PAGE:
We all have that friend who is forever complaining about how “busy” they are. They turn their nose up at meditation, laugh at the idea of floating (don’t even get them started on sound baths) and the only type of yoga they will consider is the sweaty kind that feels like “a workout”. As for a massage, well perhaps as an “indulgent treat”, but when ever would they find the time, what with being so busy…
I read an essay in the New York Times recently that sums up this modern affliction to a T. Tim Kreider writes: “Busyness serves as a kind of existential reassurance, a hedge against emptiness; obviously your life cannot possibly be silly or trivial or meaningless if you are so busy, completely booked, in demand every hour of the day”.
Not to deflate any egos but as Stephen Hawking so eloquently put it: “We are just an advanced breed of monkeys on a minor planet of a very average star. But we can understand the Universe. That makes us something very special.” Not that our friend contemplates much about the universe, between back-to-back meetings and that exploding inbox. Apart from maybe her next HIIT class.
Slowing down and switching off seems to be the problem. This is a person who lives or dies by the speed of their wifi connection. But have you ever considered that they are, as Krieder says, “addicted to business and dread what they might have to face in its absence”? That is, the task of accepting nothingness, which practices like floating and meditation teach us to do? They might be surprised to find what taking a break from their laptop can do for their productivity. Idleness shouldn’t be see as a “vacation”, an “indulgence” or a “vice”; but as “indispensable to the brain as vitamin D is to the body, and deprived of it we suffer a mental affliction as disfiguring as rickets”.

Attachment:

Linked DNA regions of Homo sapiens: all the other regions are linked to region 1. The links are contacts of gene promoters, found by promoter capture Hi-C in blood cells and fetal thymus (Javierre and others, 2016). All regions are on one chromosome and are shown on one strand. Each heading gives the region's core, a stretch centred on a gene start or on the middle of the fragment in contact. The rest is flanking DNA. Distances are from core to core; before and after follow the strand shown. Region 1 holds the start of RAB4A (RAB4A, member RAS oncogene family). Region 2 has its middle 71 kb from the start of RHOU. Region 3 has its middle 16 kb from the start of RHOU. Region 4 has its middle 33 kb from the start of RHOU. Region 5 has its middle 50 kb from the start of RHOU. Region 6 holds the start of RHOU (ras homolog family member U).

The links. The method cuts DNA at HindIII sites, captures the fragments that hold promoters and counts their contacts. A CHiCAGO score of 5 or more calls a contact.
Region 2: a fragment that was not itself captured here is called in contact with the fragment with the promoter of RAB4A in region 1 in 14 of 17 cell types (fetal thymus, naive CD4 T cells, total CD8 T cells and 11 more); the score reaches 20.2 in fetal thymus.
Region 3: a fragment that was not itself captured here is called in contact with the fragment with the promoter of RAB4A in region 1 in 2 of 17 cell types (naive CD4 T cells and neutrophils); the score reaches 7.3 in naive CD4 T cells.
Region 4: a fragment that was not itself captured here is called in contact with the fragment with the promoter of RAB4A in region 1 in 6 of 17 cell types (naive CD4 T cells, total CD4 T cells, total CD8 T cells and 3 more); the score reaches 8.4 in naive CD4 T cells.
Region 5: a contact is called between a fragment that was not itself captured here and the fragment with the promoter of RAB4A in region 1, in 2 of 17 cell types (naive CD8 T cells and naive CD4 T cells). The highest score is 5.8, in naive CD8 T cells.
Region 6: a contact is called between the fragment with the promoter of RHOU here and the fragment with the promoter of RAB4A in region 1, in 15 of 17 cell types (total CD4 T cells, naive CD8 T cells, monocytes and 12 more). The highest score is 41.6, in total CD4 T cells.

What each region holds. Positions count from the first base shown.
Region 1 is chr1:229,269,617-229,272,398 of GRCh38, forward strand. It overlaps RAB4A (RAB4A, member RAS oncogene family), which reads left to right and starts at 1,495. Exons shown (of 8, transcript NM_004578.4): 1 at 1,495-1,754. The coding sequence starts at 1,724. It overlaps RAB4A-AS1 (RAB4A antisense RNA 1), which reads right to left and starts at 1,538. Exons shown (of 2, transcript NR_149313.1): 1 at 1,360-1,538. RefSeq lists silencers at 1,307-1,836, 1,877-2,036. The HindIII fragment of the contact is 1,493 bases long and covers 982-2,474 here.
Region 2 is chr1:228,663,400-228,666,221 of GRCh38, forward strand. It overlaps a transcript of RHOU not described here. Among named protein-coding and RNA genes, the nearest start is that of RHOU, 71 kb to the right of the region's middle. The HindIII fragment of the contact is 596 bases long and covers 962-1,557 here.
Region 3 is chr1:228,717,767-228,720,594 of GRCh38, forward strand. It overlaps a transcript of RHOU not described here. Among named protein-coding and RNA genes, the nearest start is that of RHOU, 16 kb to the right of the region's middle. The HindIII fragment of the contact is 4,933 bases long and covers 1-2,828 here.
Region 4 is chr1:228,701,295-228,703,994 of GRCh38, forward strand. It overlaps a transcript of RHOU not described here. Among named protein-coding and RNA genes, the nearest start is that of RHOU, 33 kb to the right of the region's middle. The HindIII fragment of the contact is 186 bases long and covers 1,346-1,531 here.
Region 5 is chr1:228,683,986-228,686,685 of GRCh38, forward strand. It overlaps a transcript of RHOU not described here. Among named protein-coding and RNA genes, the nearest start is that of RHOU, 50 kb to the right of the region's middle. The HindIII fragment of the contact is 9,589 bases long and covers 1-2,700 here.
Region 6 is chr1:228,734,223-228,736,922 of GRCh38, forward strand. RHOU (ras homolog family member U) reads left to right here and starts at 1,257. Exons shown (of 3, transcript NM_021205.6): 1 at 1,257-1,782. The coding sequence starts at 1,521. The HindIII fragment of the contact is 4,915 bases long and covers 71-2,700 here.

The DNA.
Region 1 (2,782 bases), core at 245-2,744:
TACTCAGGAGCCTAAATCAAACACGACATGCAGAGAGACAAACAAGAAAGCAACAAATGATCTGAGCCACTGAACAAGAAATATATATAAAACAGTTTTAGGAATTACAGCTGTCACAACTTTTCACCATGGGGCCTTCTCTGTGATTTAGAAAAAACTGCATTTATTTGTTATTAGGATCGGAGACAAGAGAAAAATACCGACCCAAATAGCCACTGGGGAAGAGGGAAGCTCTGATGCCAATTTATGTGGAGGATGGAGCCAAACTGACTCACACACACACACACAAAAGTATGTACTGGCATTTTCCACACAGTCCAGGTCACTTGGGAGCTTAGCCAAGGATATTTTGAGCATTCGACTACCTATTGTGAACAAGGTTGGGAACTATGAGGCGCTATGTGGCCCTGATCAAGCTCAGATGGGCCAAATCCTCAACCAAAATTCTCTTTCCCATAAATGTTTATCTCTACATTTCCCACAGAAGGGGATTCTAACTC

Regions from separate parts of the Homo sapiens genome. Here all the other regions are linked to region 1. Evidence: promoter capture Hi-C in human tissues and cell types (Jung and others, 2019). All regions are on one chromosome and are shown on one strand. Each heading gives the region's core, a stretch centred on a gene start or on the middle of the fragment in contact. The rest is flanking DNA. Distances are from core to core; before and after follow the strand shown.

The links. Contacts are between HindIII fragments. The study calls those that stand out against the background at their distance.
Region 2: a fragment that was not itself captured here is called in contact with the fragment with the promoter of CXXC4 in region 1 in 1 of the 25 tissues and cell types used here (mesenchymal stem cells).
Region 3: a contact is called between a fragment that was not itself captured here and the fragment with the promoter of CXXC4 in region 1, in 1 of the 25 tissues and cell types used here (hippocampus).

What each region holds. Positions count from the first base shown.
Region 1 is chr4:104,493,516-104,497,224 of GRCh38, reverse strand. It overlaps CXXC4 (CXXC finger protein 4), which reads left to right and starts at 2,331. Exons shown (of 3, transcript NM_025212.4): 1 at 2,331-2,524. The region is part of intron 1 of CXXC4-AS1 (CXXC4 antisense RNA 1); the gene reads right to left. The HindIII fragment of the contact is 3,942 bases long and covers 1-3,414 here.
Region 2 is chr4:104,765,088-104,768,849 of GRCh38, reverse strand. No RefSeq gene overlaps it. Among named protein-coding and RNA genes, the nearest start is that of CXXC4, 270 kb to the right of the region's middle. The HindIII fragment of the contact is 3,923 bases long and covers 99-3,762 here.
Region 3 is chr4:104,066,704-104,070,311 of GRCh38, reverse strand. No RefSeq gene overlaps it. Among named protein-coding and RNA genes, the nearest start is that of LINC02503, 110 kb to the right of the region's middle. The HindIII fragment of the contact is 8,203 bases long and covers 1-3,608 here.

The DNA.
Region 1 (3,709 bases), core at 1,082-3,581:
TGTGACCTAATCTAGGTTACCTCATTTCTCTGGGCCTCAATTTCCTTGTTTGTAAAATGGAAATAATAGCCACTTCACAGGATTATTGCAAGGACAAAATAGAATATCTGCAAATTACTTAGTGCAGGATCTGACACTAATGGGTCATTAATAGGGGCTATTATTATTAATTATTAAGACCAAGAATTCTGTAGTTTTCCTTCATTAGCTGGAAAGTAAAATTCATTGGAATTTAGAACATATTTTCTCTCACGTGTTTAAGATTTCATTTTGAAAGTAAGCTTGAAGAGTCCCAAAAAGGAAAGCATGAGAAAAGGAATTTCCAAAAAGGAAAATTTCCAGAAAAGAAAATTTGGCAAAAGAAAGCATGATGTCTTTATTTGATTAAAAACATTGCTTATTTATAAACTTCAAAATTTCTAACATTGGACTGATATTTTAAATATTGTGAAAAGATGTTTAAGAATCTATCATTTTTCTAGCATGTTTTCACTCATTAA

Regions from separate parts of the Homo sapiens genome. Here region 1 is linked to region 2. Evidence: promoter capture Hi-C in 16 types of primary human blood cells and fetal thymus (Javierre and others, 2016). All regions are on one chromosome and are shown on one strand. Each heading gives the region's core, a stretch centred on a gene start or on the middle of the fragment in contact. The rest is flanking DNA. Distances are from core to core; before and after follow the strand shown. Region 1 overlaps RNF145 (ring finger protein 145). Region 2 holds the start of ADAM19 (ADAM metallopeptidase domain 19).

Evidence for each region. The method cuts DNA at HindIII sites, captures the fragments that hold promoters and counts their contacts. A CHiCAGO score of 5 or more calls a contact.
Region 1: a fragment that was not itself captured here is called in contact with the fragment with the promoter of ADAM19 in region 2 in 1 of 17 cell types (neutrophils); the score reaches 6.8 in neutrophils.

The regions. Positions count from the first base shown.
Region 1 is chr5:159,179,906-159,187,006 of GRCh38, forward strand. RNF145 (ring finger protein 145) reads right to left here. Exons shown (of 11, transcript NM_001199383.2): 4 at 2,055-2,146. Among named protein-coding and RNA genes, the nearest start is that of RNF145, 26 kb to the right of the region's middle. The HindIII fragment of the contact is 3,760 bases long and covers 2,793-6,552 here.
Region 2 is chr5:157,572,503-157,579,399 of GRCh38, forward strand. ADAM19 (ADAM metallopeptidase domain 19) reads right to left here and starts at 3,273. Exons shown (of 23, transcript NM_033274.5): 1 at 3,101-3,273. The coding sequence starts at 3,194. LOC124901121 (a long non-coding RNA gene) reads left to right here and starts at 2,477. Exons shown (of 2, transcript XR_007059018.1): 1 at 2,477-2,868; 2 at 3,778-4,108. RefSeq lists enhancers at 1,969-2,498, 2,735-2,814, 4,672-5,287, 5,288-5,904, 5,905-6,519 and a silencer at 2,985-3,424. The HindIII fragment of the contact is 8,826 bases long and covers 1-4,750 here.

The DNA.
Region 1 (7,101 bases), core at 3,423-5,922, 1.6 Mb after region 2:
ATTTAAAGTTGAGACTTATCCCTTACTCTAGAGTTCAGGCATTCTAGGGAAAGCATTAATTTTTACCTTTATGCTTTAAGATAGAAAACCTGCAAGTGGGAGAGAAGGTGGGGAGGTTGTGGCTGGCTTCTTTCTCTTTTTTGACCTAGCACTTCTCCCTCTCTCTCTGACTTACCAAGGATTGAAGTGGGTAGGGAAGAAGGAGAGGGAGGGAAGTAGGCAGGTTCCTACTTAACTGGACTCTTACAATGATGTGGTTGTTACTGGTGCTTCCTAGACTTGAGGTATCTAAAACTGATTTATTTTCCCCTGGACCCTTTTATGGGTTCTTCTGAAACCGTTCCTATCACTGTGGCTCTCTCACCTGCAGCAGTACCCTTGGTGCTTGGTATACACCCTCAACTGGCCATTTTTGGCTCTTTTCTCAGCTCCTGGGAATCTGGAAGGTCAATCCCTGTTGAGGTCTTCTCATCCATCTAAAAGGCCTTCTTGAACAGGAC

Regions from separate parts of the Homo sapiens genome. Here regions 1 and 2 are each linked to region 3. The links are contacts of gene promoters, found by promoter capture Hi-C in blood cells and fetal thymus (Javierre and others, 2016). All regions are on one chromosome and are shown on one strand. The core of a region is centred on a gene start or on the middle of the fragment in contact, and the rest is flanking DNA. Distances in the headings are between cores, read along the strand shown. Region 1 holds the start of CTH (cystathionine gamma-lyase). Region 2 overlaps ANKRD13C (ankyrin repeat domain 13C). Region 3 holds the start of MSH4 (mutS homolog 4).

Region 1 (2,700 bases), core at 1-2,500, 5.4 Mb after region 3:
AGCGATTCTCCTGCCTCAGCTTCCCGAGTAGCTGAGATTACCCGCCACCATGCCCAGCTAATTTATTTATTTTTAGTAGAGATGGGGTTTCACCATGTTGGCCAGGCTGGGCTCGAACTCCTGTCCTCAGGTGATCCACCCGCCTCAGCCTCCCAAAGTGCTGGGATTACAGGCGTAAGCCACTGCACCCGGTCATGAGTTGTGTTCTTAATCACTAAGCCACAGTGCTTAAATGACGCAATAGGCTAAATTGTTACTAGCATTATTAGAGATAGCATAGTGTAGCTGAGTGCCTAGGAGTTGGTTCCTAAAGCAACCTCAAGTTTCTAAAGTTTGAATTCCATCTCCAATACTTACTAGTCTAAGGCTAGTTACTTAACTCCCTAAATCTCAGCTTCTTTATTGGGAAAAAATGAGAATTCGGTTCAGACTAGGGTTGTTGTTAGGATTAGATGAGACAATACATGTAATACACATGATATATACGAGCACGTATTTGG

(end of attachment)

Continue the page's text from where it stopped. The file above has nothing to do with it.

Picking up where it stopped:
The reality is, living in a permanent state of fight/flight might give you a “buzz” but it can spike your cortisol levels that, over time, can put you at a serious risk of burn out. Giving your adrenals a break is worth a few unanswered emails. Our advice? Book a massage. It’s exactly what your body needs if you want to keep on smashing workouts, back-to-back meetings and cocktails in true healthy hedonist fashion. And don’t tell me that you’re too busy… especially when you can order a therapist to your door at 10pm on a Sunday with Urban Massage. Nothing beats the blues quite like it.
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Hettie is the editor and co-founder of DOSE. A keen runner, she’s also partial to a blast of high-intensity and hot yoga. A country girl at heart, she divides her time between London and the lush rolling hills of North Devon. When she’s not jetting off on her next adventure, Hettie can be found in a candle-lit alcove with a laptop, a spaniel and a full bodied Malbec.